On 17.03.10 4:08 , Merlin Moncure wrote:
On Tue, Mar 16, 2010 at 5:53 PM, Florian
which returns the field named<field> from the record. The
expected field type is specified by providing a default value
in<defval> of the expected type. Since that argument's type is
ANYELEMENT, just like the return type, the type system copes
perfectly with the varying return type. You can choose whether to
auto-coerce the field's value if it has a type other than<defval>'s
type or whether to raise an error.
So in essence I'm using the ANYELEMENT trick to get a poor man's
version of your idea that doesn't require core changes.
My post about this module got zero responses though...
Why should we use what you've already written when we can just write
it ourselves? Next you are going to say you're already using it and
it works really well :-).
Well, compared to the solution it replaced it works extraordinarily well
- but that solution was a mess of plpgsql functions generating other
plpgsql functions - so shining in comparison doesn't really prove much :-)
I think it's pretty cool. Is it safe to have the main functions
immutable and not stable though?
I think it's safe - if a table or composite type is modified, a query
using that table or type will have to be re-planned anyway, independent
from whether fieldvalue() is used or not.
Is there any benefit missed by not going through pl/pgsql directly
(I'm guessing maybe more elegant caching)?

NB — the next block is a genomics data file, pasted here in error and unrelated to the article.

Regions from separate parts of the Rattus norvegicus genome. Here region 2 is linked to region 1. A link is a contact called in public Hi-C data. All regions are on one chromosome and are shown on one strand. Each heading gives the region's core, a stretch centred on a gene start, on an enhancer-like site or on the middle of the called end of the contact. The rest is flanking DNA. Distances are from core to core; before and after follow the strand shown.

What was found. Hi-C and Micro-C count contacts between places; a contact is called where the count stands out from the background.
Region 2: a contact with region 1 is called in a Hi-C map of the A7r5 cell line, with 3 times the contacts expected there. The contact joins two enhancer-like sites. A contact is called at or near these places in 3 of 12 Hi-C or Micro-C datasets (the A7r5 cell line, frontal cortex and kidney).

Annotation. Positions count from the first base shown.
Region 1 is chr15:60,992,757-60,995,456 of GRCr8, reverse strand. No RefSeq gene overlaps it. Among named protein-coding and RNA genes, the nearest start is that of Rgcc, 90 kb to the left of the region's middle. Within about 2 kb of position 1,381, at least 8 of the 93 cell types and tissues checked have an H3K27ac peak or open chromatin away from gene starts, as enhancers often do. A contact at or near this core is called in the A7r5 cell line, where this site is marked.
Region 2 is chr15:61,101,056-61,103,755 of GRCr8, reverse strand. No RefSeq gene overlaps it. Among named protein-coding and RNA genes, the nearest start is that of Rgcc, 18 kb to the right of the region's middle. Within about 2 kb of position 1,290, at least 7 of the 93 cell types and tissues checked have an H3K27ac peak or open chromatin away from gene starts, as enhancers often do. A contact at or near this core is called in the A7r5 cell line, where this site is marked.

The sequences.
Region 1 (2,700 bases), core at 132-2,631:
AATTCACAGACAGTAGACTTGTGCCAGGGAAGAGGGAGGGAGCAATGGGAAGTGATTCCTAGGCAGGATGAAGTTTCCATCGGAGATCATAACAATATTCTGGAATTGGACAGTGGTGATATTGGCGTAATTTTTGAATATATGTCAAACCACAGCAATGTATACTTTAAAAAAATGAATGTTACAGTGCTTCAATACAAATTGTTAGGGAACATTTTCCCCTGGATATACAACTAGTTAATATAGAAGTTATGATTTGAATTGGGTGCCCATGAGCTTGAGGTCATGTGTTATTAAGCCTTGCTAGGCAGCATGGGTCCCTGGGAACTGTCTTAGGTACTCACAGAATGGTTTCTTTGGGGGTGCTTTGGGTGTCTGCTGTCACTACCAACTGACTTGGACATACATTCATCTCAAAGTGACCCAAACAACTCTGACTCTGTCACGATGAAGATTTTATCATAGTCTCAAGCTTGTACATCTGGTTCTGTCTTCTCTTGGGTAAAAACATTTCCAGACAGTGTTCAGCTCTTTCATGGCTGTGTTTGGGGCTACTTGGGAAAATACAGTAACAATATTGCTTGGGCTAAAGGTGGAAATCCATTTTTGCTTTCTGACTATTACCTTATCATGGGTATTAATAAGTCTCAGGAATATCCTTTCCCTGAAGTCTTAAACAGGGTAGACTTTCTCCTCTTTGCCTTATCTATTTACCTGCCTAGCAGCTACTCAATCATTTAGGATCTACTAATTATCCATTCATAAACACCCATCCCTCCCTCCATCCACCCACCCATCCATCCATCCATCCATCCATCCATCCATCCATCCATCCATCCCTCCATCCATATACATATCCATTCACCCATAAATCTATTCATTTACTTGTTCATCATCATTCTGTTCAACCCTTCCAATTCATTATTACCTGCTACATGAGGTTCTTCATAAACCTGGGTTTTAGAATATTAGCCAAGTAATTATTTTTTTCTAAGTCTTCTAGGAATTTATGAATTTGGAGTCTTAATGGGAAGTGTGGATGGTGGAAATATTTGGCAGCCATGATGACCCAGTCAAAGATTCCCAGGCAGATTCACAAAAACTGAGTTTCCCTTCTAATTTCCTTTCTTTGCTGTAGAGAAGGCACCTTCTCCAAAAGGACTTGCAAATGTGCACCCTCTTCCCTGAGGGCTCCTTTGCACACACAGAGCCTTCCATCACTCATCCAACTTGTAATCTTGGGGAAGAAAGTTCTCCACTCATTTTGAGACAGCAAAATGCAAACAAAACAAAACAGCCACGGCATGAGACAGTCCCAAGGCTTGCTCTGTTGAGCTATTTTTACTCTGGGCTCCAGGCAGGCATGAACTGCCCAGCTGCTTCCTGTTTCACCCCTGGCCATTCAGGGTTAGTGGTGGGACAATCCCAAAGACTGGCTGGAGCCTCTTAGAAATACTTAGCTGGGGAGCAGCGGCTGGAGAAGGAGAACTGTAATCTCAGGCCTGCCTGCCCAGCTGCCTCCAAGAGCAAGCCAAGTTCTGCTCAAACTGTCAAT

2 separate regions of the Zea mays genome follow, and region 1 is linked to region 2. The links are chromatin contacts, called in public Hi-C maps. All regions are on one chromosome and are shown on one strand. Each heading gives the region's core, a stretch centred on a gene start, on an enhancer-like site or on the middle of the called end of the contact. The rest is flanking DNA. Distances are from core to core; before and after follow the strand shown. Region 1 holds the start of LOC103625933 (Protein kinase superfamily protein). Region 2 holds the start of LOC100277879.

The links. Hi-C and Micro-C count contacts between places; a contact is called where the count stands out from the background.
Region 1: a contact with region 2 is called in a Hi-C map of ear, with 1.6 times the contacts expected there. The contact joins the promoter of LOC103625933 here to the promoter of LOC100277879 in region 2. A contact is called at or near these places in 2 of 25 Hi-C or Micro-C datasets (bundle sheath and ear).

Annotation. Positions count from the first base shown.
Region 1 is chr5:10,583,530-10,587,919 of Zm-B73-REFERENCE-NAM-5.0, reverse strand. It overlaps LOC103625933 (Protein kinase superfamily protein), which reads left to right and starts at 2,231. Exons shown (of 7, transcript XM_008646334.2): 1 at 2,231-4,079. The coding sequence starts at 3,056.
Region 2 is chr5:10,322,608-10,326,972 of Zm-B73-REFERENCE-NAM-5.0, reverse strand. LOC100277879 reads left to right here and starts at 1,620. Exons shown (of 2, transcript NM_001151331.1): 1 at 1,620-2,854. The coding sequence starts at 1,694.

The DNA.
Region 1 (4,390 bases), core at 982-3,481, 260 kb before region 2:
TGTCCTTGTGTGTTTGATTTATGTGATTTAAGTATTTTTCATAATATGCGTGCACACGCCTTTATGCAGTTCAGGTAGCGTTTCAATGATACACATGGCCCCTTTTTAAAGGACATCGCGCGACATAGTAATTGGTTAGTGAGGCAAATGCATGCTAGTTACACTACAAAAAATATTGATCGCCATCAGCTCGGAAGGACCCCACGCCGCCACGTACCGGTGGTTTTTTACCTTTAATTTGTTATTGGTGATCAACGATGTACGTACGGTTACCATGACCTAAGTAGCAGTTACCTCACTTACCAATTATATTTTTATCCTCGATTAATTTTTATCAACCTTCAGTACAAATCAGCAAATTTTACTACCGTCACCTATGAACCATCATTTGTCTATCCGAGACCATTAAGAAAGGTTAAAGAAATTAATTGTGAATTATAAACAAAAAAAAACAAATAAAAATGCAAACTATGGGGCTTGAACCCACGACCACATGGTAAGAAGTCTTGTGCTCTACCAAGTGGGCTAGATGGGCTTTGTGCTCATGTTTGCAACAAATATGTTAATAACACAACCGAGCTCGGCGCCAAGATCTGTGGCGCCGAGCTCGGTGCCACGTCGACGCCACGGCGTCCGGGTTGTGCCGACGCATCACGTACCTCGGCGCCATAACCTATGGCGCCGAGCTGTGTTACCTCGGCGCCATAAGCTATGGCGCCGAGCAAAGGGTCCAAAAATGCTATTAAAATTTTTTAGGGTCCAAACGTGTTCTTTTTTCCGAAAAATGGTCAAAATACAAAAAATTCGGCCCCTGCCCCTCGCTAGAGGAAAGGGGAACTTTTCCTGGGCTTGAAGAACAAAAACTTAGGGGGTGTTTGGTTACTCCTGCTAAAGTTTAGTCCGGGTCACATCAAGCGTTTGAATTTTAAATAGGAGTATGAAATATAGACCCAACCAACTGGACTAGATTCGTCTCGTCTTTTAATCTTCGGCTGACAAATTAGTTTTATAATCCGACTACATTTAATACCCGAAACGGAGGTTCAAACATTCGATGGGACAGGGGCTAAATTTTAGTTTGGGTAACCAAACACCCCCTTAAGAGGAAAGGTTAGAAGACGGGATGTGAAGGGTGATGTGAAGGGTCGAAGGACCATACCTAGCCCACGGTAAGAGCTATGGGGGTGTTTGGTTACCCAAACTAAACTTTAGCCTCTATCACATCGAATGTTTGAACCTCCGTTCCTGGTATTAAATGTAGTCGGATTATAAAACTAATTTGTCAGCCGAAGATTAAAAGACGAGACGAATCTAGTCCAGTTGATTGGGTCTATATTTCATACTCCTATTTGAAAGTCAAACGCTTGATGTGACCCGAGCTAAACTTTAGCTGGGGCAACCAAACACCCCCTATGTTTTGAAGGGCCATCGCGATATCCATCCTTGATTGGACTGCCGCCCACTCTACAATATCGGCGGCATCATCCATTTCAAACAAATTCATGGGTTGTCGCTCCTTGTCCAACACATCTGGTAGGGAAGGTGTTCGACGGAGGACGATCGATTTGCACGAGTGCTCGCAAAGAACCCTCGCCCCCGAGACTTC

AFAIK in pl/pgsql your only options to retrieve a field by name is to
either use hstore which coerces all values to text, or to use
EXECUTE 'SELECT %1' || v_fieldname INTO v_fieldvalue USING v_record. The
execute query will need to be planned on every execution, while my
fieldvalue() function tries to cache as much information as possible.
The EXECUTE method will also always coerce the field's value to the type
of v_fieldvalue - AFAICS there is no way to get the behaviour of
fieldvalue() with <coerce> set to false.
It's a little weird that you can return anyelement from your function
in cases that don't guarantee a type from the query. Are there any
downsides to doing that?
Hm, the type of fieldvalue()'s return value is always the same as the
one of the ANYELEMENT input value <defvalue>. If <coerce> is true, then
the field value's type may be different, but fieldvalue() takes care of
coercing it to <defvalue>'s type *before* returning it.
So from a type system's perspective, fieldvalue() plays entirely by the
The only open issue in my code is the caching of the coercion plans -
currently, they're cached in fcinfo->flinfo->fn_extra, and never
invalidated. I believe the plan invalidation machinery might make it
possible to invalidate those plans should the CAST definitions change,
but I haven't really looked into that yet.